IN TODAY'S RADIO REPORT: Another day, another oil train explosion - make that two; Schizophrenic extreme weather pounds the U.S.; U.S. Southwest about to get a lot drier; PLUS: Ohio bans local fracking bans.... All that and more in today's Green News Report!
IN 'GREEN NEWS EXTRA' (see links below): Shell CEO calls for 'balanced' discussion on climate change; Proliferation of chemicals linked to rise in neurological disorders; Water taps start to run dry in Brazil's largest city; BC First Nations reject another pipeline across their lands; How the White House walked away from 'clean coal'; EPA targeted after preliminary 'veto' of Pebble Mine; Uncertain future for damaged nuclear waste repository; Judge dismisses levee lawsuit against oil and gas industry... PLUS: "More research" into geo-engineering is not such a hot idea... and much, MUCH more! ...
STORIES DISCUSSED ON TODAY'S 'GREEN NEWS REPORT'...
- Ohio Bans Local Fracking Bans:
- Ohio Supreme Court strikes down local fracking bans (Salon) [emphasis added]:
The dissenting justices in Ohio's Supreme Court spoke out forcibly against the ruling. "Let's be clear here," Justice William O'Neill wrote in his opinion. "The Ohio General Assembly has created a zookeeper to feed the elephant in the living room. What the drilling industry has bought and paid for in campaign contributions they shall receive. The oil and gas industry has gotten its way, and local control of drilling-location decisions has been unceremoniously taken away from the citizens of Ohio."
- Ohio court strikes down local fracking bans (The Hill)
- Local governments cannot regulate fracking, Ohio Supreme Court rules (Columbus Dispatch)
- Heavyweight Response to Local Fracking Bans (NY Times)
- West Virginia: Another Day, Another Oil Train Explosion:
- West Virginia Train Derailment Sends Oil Tanker Into River (AP):
Emergency crews and environmental officials are responding to a train derailment in West Virginia that sent at least one tanker containing crude oil into a river and also caused a nearby house to catch fire.
- Governor Declares State of Emergency After Oil Train Derails, Sets House Ablaze (Charleston Gazette)
- A Pair of 'Bomb Train' Derailments Highlight Continued Risk of Shipping Oil by Rail (Vice News)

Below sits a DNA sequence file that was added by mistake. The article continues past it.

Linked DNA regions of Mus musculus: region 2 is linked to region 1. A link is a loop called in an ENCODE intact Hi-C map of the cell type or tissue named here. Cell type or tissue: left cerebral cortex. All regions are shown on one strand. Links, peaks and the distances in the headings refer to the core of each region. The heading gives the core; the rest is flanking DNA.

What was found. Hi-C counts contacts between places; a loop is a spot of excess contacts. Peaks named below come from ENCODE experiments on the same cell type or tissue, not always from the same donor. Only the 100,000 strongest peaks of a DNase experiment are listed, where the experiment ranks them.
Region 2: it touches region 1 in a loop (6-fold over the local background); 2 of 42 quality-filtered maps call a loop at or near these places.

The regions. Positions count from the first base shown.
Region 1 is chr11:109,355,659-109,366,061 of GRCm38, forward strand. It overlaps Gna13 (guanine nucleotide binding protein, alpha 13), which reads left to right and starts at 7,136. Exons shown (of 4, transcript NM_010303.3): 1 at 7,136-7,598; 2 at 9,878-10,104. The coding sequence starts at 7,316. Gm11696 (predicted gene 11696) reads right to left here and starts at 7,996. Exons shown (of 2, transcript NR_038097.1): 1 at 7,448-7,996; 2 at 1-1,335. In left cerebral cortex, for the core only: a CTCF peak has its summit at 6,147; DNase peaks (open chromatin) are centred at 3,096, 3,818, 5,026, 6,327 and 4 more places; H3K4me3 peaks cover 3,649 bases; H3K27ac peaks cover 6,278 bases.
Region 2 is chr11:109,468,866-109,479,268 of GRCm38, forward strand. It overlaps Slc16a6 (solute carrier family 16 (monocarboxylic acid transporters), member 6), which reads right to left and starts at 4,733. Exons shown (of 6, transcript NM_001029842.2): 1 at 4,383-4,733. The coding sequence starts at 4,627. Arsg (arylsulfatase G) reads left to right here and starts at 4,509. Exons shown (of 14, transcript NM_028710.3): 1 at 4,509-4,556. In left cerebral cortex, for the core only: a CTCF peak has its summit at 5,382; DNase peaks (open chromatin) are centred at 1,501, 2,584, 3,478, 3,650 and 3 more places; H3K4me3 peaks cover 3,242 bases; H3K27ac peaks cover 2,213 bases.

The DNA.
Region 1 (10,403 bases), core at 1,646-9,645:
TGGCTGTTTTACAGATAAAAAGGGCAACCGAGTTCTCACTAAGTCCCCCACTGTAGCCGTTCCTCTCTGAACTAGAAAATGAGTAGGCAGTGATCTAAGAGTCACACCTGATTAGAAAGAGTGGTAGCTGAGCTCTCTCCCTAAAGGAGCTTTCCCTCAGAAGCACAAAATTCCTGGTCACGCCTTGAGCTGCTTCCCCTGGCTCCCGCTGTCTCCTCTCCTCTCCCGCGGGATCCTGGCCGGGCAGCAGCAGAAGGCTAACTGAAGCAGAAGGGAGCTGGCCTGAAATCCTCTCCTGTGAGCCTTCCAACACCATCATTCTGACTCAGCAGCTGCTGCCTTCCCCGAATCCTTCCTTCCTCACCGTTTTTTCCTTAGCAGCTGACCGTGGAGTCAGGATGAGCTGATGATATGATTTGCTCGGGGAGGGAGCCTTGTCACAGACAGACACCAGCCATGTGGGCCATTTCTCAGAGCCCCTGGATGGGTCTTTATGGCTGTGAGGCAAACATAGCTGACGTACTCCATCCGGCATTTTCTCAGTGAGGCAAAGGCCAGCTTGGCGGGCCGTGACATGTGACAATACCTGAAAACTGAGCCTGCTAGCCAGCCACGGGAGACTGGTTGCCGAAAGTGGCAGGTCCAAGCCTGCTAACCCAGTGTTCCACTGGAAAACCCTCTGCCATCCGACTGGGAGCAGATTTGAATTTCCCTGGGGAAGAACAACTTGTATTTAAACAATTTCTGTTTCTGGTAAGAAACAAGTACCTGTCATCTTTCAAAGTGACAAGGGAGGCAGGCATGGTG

- Statehouse Beat: Refusal To Release Train Info Absurd (Charleston Gazette)
- Another Oil Train Explodes in Ontario, Canada:
- Another Oil Train Derails, Ignites Fire in Canada (McClatchyDC):
Another train carrying crude oil derailed and caught fire in Canada early Sunday, potentially putting pressure on the White House to accelerate its review of new regulations intended to improve the safety of hazardous rail shipments throughout North America.
- Fire Still Burning, But Cleanup Under Way After Ontario Derailment (Toronto Globe and Mail)
- Gogama train derailment: safety of shipping oil by rail questioned (CBC):
Reducing our dependence on oil means we won't have to ship as much, university professor says.
- Schizophrenic Extreme Weather Events Across the U.S.:
- Icy storm pummels eastern United States, more cold to come (Reuters)
- Dozens of Record Lows Possible As Arctic Blast Grips Midwest, Northeast, South (Weather Channel)
- Boston has its snowiest month on record">Boston has its snowiest month on record (CNN)
- California Scorches in Winter Heat Wave (NBC News)
- Extreme weather exposes the vulnerability of our cities to climate change (The Conversation US)
- Extreme weather in U.S. comes with a high price tag (CBS News):
Extreme weather that has hit the United States comes with a hefty price tag: $1.15 trillion in the last 30 years, a trend that is likely to continue without better preparation at the state and local level, a Department of Homeland Security (DHS) official said Wednesday.
- Failure to prepare for extreme weather costs billions (USA Today)
- U.S. Southwest, Midwest to Face 'Mega Drought':
- VIDEO: A ‘megadrought’ will grip U.S. in the coming decades, NASA researchers say (Washington Post)
- The United States of Megadrought: If you think that California is dry now, wait till the 2050s. (Slate) [emphasis added]:
[R]sing temperatures connected to climate change—not necessarily a decrease in precipitation—will boost the risks of drought far beyond that caused by historic natural variability. In the last half of the 21st century, Smerdon says to expect a surge of dryness he and his co-authors call “unprecedented.”
'GREEN NEWS EXTRA' (Stuff we didn't have time for in today's audio report)...
- "More research" into geoengineering is not such a hot idea (Grist):
Regarding albedo modification, I cannot improve on the piquant words of environmental scientist Raymond T. Pierrehumbert: "the idea of 'fixing' the climate by hacking the Earth's reflection of sunlight is wildly, utterly, howlingly barking mad."
If it's crazy today, it would be crazy tomorrow, so why not just abandon it?
- Shell Shocked: Now That Shell's Losing, Big Oil Boss Calls for 'Balanced' Discussion on Climate (The BRAD BLOG):